A type of illusory superiority, it is a type of cognitive bias in which people believe that they are smarter and more capable than they really are.
To avoid the Dunning–Kruger effect (or make it less painful):
• Admit the fact that there is something you don’t know and always be ready to improve yourself.
• Set real plans and measure results during the process. Usual retrospectives of the prior period can help you to define zones of your own incompetence at the early stages.
• Hire people for balance. A great team should consist of people with different complementary skills.
• Interact with people smarter than you as much as possible. (Accept the fact that there are people smarter than you).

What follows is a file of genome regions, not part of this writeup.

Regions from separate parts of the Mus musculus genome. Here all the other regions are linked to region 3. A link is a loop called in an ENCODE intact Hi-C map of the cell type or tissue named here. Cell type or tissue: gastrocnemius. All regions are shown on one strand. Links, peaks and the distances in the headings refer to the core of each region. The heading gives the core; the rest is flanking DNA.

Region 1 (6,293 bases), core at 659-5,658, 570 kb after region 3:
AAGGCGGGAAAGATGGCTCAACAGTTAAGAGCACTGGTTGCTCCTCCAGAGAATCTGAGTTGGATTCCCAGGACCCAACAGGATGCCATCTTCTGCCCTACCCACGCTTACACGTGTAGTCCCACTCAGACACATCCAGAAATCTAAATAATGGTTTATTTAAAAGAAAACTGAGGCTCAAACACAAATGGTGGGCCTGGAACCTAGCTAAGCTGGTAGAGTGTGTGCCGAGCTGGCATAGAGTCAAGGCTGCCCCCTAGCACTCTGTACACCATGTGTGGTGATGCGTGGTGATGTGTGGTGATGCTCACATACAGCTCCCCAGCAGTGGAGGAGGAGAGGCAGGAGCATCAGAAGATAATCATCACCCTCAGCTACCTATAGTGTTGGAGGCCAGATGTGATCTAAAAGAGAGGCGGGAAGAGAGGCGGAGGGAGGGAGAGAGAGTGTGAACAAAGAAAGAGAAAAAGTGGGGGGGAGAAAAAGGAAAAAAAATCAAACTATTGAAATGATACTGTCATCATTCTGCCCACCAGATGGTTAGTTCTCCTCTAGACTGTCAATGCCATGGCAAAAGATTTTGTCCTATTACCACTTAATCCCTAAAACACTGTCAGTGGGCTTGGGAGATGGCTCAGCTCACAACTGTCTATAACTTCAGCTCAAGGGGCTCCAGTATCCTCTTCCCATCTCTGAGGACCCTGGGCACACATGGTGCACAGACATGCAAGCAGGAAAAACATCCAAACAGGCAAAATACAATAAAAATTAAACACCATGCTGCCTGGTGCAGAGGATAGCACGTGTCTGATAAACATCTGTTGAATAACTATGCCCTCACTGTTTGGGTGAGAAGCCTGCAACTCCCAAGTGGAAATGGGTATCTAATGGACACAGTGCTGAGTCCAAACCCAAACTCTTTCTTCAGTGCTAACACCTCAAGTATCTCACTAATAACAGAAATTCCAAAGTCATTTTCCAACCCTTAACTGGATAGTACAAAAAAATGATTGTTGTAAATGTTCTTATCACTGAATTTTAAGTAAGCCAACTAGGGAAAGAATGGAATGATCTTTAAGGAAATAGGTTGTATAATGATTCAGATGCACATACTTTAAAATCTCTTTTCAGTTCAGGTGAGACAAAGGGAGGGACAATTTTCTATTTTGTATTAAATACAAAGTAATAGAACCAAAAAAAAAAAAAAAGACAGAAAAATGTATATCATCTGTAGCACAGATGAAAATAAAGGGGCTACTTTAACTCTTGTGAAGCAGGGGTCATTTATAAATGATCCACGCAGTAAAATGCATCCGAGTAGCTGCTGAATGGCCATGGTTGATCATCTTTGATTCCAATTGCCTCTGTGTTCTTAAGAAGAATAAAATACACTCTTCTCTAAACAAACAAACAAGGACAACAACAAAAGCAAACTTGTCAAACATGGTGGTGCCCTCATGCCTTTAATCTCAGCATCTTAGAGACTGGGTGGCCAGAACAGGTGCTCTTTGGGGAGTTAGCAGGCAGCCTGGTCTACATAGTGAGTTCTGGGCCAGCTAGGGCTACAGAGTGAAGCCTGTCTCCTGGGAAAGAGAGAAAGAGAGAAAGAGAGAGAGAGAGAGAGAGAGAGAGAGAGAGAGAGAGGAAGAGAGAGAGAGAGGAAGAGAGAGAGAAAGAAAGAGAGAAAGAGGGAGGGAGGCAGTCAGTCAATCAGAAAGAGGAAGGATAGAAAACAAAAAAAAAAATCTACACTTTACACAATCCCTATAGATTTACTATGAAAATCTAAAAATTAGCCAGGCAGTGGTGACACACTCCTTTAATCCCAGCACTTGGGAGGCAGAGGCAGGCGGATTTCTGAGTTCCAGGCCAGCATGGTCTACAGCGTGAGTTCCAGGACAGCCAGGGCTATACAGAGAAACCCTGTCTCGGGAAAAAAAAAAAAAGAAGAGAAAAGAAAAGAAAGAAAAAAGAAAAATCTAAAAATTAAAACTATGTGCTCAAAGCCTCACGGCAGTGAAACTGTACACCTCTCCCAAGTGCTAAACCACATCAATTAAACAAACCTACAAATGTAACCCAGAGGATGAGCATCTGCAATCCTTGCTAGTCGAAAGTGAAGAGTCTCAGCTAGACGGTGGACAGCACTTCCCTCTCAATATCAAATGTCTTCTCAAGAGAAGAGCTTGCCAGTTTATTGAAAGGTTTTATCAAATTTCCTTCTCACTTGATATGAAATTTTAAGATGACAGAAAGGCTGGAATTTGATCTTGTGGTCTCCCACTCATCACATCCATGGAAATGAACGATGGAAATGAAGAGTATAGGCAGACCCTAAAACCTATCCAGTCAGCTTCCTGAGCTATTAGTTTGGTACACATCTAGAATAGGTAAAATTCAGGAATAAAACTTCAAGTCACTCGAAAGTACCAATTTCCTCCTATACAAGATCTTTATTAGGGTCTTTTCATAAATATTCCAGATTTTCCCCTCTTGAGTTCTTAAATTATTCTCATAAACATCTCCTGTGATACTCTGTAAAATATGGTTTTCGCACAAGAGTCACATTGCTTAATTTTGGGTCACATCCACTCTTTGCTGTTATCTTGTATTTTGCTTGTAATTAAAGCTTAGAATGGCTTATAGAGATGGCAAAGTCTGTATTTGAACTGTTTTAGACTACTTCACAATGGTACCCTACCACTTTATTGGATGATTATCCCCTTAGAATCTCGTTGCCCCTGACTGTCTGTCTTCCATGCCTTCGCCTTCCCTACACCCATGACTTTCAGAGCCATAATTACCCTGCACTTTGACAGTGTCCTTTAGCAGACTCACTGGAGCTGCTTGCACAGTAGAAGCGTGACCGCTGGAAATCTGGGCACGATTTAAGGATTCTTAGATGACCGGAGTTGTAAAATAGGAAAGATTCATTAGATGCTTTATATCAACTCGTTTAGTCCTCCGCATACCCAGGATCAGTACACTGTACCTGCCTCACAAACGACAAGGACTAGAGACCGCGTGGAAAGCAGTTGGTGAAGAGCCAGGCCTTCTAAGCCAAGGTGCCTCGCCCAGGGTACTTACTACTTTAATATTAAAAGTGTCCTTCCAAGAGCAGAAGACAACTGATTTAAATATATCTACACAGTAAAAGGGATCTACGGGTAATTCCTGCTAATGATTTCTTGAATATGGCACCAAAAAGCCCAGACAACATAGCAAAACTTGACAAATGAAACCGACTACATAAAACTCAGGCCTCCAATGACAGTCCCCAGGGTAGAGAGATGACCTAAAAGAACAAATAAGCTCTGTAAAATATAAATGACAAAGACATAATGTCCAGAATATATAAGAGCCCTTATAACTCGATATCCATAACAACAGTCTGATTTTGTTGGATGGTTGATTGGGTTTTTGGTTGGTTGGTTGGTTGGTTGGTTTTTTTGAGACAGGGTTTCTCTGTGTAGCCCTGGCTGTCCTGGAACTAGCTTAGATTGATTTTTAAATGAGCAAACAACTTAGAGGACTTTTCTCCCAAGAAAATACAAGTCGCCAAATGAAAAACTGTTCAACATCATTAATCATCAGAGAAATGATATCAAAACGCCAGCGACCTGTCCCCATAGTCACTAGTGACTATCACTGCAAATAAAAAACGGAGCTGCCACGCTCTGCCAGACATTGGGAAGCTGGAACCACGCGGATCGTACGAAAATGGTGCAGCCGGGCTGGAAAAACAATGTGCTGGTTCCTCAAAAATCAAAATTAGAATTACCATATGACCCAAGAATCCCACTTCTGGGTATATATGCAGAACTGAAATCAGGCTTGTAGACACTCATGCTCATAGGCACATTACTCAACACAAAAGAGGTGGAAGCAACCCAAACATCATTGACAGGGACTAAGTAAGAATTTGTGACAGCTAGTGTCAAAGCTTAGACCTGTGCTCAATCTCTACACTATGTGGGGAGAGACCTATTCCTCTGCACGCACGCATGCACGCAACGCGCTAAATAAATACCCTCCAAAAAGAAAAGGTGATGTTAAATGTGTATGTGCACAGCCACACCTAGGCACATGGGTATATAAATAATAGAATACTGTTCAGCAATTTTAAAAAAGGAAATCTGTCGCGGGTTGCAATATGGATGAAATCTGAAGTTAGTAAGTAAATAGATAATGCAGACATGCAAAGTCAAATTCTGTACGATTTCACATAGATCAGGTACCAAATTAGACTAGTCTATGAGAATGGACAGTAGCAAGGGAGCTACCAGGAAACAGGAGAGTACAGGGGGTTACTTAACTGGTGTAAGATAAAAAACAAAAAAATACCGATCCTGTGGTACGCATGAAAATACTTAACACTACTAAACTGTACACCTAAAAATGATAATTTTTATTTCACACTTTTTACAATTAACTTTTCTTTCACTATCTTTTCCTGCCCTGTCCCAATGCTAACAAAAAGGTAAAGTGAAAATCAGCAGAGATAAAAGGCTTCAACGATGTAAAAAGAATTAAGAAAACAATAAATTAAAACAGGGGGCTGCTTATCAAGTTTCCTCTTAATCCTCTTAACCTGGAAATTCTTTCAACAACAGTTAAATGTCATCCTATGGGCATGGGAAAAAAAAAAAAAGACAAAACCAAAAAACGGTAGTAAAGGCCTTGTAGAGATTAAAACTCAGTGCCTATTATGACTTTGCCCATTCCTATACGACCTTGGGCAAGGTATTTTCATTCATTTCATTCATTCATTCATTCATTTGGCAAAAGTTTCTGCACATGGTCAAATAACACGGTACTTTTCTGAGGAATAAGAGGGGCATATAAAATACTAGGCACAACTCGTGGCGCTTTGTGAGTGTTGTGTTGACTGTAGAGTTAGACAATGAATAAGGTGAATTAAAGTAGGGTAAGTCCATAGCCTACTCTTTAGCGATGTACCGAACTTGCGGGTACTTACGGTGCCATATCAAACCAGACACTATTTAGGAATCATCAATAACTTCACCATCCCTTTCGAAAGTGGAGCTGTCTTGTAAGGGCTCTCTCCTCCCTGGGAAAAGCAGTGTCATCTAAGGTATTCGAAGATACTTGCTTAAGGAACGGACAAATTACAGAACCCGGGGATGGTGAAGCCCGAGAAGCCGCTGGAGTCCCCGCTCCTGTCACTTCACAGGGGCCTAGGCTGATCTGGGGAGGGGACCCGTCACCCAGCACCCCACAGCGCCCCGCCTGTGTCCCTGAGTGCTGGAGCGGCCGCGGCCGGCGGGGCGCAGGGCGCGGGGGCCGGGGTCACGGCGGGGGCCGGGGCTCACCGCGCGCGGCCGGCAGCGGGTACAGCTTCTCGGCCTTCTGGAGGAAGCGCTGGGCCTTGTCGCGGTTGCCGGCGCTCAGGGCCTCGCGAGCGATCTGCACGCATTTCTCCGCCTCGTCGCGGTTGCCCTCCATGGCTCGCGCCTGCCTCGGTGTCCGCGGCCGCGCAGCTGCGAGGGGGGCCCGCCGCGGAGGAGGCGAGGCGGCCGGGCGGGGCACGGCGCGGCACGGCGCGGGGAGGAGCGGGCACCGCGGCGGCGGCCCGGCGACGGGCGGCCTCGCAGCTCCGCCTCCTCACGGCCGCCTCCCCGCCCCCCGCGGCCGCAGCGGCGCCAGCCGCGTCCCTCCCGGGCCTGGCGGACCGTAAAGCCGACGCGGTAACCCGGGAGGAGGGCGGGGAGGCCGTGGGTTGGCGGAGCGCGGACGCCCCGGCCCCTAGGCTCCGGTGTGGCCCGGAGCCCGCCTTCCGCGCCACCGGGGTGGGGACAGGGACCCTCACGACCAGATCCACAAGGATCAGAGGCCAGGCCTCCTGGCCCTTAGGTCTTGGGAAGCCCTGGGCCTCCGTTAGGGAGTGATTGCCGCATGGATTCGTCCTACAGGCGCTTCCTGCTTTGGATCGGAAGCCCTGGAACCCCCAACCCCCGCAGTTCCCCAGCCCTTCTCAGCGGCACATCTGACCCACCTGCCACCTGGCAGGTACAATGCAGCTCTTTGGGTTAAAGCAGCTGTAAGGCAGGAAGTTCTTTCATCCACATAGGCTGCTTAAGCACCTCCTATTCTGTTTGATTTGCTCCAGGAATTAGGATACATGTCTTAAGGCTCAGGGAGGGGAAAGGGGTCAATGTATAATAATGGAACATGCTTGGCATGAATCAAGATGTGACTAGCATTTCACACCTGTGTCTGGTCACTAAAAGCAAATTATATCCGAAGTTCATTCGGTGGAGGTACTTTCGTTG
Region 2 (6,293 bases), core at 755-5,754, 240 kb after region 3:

• Test the water before starting the business. Do not be afraid to get back to the drawing board.
• Do proper market research and update the data on a regular basis. The helicopter view is great but you need to stay tuned for more news.
• Focus your time and efforts on areas where you have the greatest competitive advantages.
• Ask for feedback about your performance and be ready to accept it.